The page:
You already know part of any holistic Whole30 preparation process involves examining your mindset. Some of that work includes identifying what I’ll loosely call your eating archetype. In this context, I specifically mean: are you a person who can (and likes to) eat the same things every day in a “set it and forget it” way? Or do you need something different at each meal to keep your appetite engaged?
If, like me, you need variety to make sure you’re eating enough and enjoying it, let’s talk. Some people report that the Whole30 can feel daunting because it seems to require so much thinking—meal planning, grocery shopping, meal prep, rinse and repeat. Especially if you’re used to restaurant dining, fast food, or packaged meals, that can be a big shift.
We’ve somewhat solved that problem with meal prep. But solving one problem creates another for folks like us: meal prep, by nature, means you’ll be eating the same ingredients a lot throughout the week. I’m not going to lie—by Friday, the texture and flavor of the same sweet potatoes and onions that tasted great on Monday morning would probably make me gag.
Here’s where two cooking aspects come into play for me. Spices, mostly, but also temperature and texture contrast.
First, switch up your spices. That same sweet potato hash, cooked only with oil on Sunday night, can become a different vibe every day. On Monday, it’s savory with everything bagel seasoning added to the mix after I microwave it. Tuesday, I might add a spoonful of kimchi from my fridge for an umami hit. On Wednesday, I could try an apple pie combo spice (or cinnamon and nutmeg from my pantry) before I heated the potatoes. Thursday, my creative brain might be feeling a little tired, so salt and pepper will do. And then Friday, I’d toss the potatoes in cumin, paprika, salt, and a teaspoon of extra oil, microwave them, then squeeze some lime on top. One potato, seven ways.
Second, consider temperature as part of your variety, because it can change both the flavor and consistency of a dish. In the example above, I’d probably try eating my potatoes cold on Tuesday, so both the potatoes and the kimchi were cold. But maybe with the bacon still warmed, for a nice contrast.
Last, think about textures. If everything in the dish is soft, it can start to blend together, especially as the week goes on. So send that bacon back through the air fryer briefly on Wednesday if you need a crunch in your life. (Everything bagel spice can accomplish some of that, too, and so can nuts!)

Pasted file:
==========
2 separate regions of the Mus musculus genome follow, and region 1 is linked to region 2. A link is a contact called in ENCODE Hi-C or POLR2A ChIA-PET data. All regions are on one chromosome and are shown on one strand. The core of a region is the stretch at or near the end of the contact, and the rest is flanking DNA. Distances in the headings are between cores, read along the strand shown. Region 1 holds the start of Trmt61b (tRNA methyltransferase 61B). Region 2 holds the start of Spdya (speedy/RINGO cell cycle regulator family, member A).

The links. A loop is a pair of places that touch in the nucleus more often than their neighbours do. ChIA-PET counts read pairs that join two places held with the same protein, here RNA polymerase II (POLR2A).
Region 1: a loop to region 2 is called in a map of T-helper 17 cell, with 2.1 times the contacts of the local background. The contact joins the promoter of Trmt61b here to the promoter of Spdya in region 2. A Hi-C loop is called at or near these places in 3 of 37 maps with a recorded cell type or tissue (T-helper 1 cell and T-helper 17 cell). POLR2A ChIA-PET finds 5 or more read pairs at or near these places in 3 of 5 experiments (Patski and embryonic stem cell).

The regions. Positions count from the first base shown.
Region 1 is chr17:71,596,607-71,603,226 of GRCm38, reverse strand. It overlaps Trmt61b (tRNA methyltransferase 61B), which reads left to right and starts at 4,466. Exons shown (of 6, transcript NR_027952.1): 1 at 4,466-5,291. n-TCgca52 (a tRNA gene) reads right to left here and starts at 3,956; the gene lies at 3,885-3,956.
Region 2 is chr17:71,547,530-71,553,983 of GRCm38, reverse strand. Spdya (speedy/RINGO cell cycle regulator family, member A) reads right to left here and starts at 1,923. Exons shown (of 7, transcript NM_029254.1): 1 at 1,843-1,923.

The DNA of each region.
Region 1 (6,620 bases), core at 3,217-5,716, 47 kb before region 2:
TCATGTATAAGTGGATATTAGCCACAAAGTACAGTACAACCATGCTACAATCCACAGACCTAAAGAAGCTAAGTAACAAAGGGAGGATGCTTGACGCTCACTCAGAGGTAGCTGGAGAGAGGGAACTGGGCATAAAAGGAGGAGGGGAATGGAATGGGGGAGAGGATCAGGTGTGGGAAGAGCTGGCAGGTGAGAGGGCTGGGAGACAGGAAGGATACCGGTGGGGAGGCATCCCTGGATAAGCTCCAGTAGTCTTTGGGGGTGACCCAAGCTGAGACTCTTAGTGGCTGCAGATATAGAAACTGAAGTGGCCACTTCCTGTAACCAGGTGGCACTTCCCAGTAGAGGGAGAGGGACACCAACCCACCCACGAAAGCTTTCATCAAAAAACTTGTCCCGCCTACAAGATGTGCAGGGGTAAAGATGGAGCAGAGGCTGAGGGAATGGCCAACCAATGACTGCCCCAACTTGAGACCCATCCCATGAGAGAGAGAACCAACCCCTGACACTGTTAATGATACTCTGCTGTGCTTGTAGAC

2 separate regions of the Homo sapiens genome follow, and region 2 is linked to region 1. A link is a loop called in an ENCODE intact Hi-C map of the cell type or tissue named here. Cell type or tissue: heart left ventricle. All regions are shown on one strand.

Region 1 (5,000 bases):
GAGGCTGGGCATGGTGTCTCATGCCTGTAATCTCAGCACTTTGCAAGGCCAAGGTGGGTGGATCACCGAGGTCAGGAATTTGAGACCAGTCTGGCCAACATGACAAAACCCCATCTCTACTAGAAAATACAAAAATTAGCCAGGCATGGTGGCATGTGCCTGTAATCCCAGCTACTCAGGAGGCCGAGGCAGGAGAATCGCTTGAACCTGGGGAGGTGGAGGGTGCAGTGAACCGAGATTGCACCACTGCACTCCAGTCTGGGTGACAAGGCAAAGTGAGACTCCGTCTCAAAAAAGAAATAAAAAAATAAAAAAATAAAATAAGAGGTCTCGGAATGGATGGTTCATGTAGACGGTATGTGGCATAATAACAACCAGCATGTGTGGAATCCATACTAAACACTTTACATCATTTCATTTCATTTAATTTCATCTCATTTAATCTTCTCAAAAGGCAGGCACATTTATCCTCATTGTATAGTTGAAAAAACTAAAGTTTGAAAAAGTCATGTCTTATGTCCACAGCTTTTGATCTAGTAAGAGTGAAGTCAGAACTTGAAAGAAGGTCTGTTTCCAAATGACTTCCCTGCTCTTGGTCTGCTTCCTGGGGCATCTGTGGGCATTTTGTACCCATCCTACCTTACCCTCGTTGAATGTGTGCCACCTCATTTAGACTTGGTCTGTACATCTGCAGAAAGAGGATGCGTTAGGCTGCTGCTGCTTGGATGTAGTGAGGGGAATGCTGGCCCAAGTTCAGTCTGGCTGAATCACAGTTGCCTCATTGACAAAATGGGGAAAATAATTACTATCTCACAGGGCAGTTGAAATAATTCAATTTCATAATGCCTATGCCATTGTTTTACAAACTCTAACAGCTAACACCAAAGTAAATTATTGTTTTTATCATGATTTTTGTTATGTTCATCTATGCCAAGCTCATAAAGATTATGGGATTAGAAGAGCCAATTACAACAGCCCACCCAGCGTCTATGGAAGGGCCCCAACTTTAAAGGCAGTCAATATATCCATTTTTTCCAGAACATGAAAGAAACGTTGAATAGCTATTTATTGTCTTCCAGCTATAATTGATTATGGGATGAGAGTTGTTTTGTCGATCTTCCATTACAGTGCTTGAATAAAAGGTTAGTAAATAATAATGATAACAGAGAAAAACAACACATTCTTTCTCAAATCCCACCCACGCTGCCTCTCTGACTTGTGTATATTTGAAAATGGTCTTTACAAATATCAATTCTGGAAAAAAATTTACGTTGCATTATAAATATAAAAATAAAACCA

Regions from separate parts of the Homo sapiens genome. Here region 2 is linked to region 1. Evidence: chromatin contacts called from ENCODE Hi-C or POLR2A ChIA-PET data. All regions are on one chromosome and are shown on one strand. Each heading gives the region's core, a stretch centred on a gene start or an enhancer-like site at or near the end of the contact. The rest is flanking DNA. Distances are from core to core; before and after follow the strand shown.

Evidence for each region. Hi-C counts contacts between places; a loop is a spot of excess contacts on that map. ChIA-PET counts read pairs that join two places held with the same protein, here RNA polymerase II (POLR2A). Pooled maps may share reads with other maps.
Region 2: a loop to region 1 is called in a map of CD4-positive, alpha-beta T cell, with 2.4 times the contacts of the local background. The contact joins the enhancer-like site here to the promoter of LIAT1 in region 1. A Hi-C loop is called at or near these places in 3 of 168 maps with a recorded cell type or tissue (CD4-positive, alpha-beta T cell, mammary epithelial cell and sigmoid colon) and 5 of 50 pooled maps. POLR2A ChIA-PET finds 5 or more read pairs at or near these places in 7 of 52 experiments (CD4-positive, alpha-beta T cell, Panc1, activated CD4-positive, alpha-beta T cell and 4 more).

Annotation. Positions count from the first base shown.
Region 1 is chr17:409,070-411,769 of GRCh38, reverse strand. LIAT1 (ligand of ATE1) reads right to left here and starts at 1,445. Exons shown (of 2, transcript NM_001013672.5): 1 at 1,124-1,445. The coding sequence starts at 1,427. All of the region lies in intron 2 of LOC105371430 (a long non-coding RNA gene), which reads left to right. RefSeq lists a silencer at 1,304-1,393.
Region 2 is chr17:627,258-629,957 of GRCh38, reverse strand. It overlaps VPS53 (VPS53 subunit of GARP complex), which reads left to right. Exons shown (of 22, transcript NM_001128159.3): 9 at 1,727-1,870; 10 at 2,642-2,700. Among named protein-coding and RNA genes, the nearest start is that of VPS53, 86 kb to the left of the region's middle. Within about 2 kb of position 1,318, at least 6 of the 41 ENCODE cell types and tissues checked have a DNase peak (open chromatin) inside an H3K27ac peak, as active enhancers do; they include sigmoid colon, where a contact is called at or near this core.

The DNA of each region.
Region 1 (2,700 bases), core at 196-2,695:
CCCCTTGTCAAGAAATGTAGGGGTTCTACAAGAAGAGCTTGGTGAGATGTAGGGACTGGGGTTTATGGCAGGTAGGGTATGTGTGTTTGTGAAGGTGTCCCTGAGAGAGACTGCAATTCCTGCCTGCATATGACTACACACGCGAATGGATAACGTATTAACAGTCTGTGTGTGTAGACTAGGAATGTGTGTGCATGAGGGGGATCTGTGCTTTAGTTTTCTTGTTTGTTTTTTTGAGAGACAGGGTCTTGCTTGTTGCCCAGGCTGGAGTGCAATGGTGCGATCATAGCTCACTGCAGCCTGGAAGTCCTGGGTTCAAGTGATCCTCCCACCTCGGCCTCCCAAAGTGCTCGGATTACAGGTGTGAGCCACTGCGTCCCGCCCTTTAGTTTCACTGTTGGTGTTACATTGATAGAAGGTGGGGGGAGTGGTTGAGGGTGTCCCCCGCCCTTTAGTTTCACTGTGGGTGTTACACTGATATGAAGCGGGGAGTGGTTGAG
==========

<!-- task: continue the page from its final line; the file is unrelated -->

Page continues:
(5) Speaking of finding “your thing,” be honest about your lifestyle.
Do you have morning commitments that force you to eat at least partially on the go? Mindful breakfast at a table is great, but it’s not available for everyone, every day. On most days, we need easy Whole30 breakfasts, not perfect Whole30 breakfasts.
If you don’t have access to a microwave because you need to eat your breakfast in the car or at work, don’t make a dish you won’t eat cold.
A bento box with hard boiled eggs drizzled with olive oil and spices, carrot and jicama sticks, black olives, and strawberries works well here. You can assemble it the night before, refrigerate it, and grab it on your way out the door. But something else you can try is a Bell Pepper Sandwich. Make it a BLT with sliced, hard-boiled eggs, wrap it in a sheet of wax paper, and be on your way!
But if you absolutely need a warm meal and you don’t have time to cook, seriously consider a soup. (Because by now you’ve taken breakfast out of a specific mental box, right?) You could microwave it in the morning, throw it in a thermos, and drink it on your way to your next adventure.
(6) Don’t get too precious.
It isn’t an ideal meal if you won’t eat it. I love aspirational food photos and fancy recipes as much as the next person. But they can simultaneously feel inspiring and totally demotivating if they don’t fit what I really need at that moment in my life—if they’re too hard, require ingredients I don’t have on a random Tuesday, or don’t suit my taste buds right now.
So this is just me, reminding you that you don’t have to worry about cooking all the right things—just the right things for you. At breakfast, or any other time of the day.
Director of Education